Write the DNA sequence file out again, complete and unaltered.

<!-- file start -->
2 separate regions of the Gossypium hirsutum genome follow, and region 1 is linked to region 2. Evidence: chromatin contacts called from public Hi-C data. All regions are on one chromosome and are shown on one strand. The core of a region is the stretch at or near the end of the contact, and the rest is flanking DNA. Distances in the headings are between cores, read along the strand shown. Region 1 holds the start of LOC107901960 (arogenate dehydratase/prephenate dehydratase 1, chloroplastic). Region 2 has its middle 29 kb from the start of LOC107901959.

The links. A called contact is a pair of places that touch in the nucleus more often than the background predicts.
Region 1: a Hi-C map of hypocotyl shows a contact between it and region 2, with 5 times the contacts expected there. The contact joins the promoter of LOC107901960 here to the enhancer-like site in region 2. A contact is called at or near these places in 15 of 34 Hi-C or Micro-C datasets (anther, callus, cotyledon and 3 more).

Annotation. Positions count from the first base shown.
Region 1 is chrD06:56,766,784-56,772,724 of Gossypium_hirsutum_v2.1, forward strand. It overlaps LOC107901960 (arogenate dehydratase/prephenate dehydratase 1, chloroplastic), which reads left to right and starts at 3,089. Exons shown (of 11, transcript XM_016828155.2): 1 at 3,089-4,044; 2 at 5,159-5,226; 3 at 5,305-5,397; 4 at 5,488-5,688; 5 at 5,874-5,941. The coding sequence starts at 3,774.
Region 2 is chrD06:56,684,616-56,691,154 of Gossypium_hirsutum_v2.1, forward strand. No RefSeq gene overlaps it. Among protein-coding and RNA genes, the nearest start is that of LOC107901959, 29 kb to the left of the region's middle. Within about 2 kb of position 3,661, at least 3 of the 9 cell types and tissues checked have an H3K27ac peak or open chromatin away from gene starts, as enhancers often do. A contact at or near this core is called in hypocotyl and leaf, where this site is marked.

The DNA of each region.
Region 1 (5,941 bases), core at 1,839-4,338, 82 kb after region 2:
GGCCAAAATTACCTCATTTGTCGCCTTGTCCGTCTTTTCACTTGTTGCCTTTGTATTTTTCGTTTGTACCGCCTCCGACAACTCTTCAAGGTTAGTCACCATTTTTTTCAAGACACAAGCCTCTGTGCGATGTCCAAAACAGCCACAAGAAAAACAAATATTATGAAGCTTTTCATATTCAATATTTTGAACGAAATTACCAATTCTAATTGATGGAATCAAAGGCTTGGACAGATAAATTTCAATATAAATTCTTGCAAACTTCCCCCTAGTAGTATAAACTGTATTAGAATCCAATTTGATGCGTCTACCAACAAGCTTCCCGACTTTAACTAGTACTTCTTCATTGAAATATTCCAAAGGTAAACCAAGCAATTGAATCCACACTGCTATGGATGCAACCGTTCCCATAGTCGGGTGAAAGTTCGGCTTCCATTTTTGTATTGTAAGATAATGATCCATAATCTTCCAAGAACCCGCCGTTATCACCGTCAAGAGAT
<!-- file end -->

2 separate regions of the Gossypium hirsutum genome follow, and region 1 is linked to region 2. Evidence: chromatin contacts called from public Hi-C data. All regions are on one chromosome and are shown on one strand. The core of a region is the stretch at or near the end of the contact, and the rest is flanking DNA. Distances in the headings are between cores, read along the strand shown. Region 1 holds the start of LOC107901960 (arogenate dehydratase/prephenate dehydratase 1, chloroplastic). Region 2 has its middle 29 kb from the start of LOC107901959.

The links. A called contact is a pair of places that touch in the nucleus more often than the background predicts.
Region 1: a Hi-C map of hypocotyl shows a contact between it and region 2, with 5 times the contacts expected there. The contact joins the promoter of LOC107901960 here to the enhancer-like site in region 2. A contact is called at or near these places in 15 of 34 Hi-C or Micro-C datasets (anther, callus, cotyledon and 3 more).

Annotation. Positions count from the first base shown.
Region 1 is chrD06:56,766,784-56,772,724 of Gossypium_hirsutum_v2.1, forward strand. It overlaps LOC107901960 (arogenate dehydratase/prephenate dehydratase 1, chloroplastic), which reads left to right and starts at 3,089. Exons shown (of 11, transcript XM_016828155.2): 1 at 3,089-4,044; 2 at 5,159-5,226; 3 at 5,305-5,397; 4 at 5,488-5,688; 5 at 5,874-5,941. The coding sequence starts at 3,774.
Region 2 is chrD06:56,684,616-56,691,154 of Gossypium_hirsutum_v2.1, forward strand. No RefSeq gene overlaps it. Among protein-coding and RNA genes, the nearest start is that of LOC107901959, 29 kb to the left of the region's middle. Within about 2 kb of position 3,661, at least 3 of the 9 cell types and tissues checked have an H3K27ac peak or open chromatin away from gene starts, as enhancers often do. A contact at or near this core is called in hypocotyl and leaf, where this site is marked.

The DNA of each region.
Region 1 (5,941 bases), core at 1,839-4,338, 82 kb after region 2:
GGCCAAAATTACCTCATTTGTCGCCTTGTCCGTCTTTTCACTTGTTGCCTTTGTATTTTTCGTTTGTACCGCCTCCGACAACTCTTCAAGGTTAGTCACCATTTTTTTCAAGACACAAGCCTCTGTGCGATGTCCAAAACAGCCACAAGAAAAACAAATATTATGAAGCTTTTCATATTCAATATTTTGAACGAAATTACCAATTCTAATTGATGGAATCAAAGGCTTGGACAGATAAATTTCAATATAAATTCTTGCAAACTTCCCCCTAGTAGTATAAACTGTATTAGAATCCAATTTGATGCGTCTACCAACAAGCTTCCCGACTTTAACTAGTACTTCTTCATTGAAATATTCCAAAGGTAAACCAAGCAATTGAATCCACACTGCTATGGATGCAACCGTTCCCATAGTCGGGTGAAAGTTCGGCTTCCATTTTTGTATTGTAAGATAATGATCCATAATCTTCCAAGAACCCGCCGTTATCACCGTCAAGAGAT